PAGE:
Los Angeles (PRWEB) June 24, 2013
Good news for married couples! Statistics show that they’ll probably be healthier and live longer than their unmarried friends. Now the bad news: They’ll spend some of that extra time arguing over money, according to Love and Marriage, a new infographic published by credit card comparison site CreditDonkey.com.
“The downside of married life is that arguments are bound to happen, and when they do, most will be about money,” said CreditDonkey founder Charles Tran. “TV sitcom writers don’t make this stuff up: studies have shown that money is the number-one cause of arguments.”
To avoid money-based blowouts, CreditDonkey.com recommends that newly married couples get ready to compromise on a variety of personal finance issues from day one, by establishing joint financial goals, creating and sticking to a household budget, planning a savings strategy, and exploring how they can pay down credit card debt.
“When people marry, they are combining all aspects of their lives, both the present and the past, and this often includes debt,” Tran said. “Couples need to have the tough discussions about how they will deal with their finances if they want to have a long-lasting, loving relationship.”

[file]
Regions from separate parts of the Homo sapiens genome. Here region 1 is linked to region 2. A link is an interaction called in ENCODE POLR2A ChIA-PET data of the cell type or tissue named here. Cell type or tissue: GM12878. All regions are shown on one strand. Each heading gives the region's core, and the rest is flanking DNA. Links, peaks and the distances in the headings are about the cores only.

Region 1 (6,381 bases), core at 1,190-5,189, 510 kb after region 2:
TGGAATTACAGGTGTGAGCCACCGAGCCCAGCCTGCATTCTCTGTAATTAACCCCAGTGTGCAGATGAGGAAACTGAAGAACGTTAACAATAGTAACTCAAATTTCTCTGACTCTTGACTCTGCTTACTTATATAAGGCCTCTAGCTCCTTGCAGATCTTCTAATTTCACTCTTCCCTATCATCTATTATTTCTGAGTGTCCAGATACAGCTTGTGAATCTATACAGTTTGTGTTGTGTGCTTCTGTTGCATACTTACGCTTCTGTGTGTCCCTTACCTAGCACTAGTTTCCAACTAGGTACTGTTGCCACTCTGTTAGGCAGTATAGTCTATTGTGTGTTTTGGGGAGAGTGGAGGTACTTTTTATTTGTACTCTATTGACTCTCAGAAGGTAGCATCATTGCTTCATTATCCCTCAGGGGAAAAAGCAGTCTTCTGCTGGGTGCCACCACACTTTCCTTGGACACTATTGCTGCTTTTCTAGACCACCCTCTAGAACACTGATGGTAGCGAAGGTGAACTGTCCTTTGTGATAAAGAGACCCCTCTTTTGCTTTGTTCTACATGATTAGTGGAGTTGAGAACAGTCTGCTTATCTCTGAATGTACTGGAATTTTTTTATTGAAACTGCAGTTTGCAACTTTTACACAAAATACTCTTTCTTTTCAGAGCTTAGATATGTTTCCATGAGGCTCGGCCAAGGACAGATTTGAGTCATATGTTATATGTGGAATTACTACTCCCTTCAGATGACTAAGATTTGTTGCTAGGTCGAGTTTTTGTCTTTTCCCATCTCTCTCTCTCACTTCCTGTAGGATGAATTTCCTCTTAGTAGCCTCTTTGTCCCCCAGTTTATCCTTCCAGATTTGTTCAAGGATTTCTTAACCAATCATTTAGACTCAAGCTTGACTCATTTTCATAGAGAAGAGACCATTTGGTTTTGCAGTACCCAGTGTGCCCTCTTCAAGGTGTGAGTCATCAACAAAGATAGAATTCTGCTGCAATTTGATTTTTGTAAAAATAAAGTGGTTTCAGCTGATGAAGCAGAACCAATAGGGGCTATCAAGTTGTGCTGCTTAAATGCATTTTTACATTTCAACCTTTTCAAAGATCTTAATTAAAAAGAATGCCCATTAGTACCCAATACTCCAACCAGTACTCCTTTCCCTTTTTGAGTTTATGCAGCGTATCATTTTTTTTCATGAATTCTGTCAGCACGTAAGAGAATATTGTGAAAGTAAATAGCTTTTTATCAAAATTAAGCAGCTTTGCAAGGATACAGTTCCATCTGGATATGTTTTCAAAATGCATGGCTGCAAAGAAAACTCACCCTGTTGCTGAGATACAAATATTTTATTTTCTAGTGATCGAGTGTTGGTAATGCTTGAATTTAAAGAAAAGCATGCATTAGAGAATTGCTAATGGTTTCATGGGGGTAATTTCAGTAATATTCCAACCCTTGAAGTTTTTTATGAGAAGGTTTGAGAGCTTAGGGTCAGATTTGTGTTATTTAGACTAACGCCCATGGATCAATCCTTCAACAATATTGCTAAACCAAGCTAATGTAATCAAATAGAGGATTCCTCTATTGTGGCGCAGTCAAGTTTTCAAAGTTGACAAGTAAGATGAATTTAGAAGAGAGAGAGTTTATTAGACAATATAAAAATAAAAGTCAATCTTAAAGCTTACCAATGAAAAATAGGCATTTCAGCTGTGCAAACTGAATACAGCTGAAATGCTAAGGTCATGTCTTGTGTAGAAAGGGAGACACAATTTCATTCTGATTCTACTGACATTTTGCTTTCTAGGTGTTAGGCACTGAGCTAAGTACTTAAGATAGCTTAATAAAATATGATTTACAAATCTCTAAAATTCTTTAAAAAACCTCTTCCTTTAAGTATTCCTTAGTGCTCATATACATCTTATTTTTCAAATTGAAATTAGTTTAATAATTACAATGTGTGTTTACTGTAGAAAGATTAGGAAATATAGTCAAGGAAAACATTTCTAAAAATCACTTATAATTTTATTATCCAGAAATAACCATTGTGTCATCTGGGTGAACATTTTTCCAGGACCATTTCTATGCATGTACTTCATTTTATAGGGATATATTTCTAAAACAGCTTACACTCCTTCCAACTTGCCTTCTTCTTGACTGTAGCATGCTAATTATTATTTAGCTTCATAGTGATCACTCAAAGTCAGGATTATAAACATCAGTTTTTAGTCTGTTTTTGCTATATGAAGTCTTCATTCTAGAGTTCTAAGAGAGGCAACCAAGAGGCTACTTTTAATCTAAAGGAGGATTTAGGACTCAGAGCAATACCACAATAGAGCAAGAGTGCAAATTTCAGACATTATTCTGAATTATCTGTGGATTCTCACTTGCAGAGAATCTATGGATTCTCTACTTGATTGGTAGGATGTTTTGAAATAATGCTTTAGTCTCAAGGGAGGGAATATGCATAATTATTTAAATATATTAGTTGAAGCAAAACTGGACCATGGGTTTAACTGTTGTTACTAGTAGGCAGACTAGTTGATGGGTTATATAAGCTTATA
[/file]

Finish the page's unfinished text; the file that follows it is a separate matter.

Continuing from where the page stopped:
Unfortunately, avoiding financial quarrels is easier said than done, especially when many couples begin their marriages jointly taking on a huge amount of debt – the cost of their wedding. For couples to give themselves a fighting chance for a lifetime of happiness, CreditDonkey suggests couples consider paring down their perception of the perfect wedding. and look for ways to cut undue costs out of their event.
“Just be sure that you’re both in complete agreement about how to keep wedding costs under control,” added Tran. “Otherwise, your first big argument will probably be about the wedding itself.”
To view the full infographic on Love and Marriage, visit http://www.creditdonkey.com/marriage.html
CreditDonkey.com publishes "donkey-proof" (easy to understand) reviews, tips, and deals to help consumers make informed credit decisions.